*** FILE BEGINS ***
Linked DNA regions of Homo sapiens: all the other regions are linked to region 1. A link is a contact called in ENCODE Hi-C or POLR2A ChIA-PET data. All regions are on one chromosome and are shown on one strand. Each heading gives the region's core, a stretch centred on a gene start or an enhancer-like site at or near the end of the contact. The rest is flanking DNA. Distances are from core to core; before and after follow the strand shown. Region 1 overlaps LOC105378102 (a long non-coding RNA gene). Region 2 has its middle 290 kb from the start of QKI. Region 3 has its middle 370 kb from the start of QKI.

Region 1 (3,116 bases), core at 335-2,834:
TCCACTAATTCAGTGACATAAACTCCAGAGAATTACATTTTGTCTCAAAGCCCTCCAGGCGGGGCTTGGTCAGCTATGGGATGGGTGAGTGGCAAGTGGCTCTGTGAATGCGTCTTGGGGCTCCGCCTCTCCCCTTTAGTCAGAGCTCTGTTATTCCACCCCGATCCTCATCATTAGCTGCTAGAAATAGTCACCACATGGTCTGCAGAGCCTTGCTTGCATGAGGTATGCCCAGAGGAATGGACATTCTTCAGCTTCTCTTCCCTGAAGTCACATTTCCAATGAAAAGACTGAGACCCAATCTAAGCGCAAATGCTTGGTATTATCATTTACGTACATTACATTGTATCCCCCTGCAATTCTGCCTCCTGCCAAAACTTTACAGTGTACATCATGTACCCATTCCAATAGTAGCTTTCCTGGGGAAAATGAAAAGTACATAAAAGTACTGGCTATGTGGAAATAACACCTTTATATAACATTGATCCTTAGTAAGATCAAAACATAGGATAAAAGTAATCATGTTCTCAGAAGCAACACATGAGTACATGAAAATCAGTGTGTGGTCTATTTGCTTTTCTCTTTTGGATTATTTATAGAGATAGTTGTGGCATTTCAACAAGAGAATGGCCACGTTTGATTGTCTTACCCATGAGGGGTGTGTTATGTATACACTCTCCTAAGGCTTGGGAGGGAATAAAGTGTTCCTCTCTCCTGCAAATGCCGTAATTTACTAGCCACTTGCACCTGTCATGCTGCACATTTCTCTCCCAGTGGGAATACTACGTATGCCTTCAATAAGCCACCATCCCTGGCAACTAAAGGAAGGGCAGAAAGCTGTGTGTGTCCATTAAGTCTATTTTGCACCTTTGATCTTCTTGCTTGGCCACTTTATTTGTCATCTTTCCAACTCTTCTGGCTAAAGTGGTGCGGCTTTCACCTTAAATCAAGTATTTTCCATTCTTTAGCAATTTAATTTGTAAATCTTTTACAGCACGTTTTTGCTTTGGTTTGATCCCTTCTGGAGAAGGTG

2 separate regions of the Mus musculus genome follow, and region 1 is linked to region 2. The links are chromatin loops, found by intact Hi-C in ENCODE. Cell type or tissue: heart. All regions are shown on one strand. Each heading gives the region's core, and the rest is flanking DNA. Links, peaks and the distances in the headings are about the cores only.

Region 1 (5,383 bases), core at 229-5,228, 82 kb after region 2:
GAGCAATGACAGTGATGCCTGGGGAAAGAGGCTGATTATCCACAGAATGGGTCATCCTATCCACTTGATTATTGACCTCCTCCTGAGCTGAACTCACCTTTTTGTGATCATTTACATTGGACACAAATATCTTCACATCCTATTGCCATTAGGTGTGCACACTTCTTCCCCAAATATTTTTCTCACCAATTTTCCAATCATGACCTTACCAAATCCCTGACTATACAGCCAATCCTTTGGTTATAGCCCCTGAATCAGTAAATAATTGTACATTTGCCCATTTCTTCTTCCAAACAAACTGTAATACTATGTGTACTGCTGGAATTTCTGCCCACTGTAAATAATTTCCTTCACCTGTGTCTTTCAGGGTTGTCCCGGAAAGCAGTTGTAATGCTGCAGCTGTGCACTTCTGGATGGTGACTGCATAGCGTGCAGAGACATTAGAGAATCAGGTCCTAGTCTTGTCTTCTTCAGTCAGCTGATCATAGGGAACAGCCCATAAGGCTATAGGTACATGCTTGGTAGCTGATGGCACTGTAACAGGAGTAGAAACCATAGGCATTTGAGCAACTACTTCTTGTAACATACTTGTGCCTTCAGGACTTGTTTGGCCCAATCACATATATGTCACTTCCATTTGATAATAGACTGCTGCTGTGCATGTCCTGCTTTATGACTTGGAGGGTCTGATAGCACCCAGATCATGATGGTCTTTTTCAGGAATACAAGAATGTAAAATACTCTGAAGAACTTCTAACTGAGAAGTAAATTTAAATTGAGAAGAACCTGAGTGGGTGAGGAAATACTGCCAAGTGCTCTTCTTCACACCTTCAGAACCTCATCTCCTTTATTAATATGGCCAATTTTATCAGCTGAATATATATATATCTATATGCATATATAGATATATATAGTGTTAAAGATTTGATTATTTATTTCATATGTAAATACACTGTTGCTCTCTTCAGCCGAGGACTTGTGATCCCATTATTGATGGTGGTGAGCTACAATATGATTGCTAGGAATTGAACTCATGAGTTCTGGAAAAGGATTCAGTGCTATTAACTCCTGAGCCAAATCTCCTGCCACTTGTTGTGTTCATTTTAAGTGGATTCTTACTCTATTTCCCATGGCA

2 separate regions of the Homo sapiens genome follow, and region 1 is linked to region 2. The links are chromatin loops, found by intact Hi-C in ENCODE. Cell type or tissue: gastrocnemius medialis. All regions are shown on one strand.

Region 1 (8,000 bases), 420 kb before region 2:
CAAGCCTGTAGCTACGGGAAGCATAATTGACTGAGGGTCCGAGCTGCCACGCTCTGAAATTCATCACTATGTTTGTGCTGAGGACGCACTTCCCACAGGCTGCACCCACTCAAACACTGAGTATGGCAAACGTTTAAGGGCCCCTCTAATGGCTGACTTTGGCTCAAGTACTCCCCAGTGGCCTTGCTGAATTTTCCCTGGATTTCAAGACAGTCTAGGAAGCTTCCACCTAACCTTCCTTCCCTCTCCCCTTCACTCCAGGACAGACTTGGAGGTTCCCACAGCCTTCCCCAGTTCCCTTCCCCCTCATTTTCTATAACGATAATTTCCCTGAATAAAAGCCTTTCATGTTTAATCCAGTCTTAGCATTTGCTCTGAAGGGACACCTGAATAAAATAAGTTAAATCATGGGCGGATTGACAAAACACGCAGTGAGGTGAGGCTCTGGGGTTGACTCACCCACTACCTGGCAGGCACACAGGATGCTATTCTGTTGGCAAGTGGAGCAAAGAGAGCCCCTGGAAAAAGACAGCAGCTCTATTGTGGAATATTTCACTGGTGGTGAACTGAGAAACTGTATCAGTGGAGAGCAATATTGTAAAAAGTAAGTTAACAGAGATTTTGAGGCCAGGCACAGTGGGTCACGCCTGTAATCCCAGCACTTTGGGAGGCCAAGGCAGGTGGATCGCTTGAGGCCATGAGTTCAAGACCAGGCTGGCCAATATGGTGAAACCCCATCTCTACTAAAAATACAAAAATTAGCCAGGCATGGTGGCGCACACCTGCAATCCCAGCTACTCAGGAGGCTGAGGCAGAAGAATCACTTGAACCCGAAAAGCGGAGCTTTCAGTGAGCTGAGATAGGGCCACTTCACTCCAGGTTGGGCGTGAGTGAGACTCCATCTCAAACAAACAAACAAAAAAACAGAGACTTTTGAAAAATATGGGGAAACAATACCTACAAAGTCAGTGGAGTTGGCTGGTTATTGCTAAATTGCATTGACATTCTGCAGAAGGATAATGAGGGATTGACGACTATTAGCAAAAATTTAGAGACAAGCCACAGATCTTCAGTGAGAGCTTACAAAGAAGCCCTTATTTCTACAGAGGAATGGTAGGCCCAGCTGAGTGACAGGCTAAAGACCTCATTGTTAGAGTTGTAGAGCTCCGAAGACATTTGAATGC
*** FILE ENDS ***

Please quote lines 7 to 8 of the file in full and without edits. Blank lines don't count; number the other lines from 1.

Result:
2 separate regions of the Homo sapiens genome follow, and region 1 is linked to region 2. The links are chromatin loops, found by intact Hi-C in ENCODE. Cell type or tissue: gastrocnemius medialis. All regions are shown on one strand.

Region 1 (8,000 bases), 420 kb before region 2: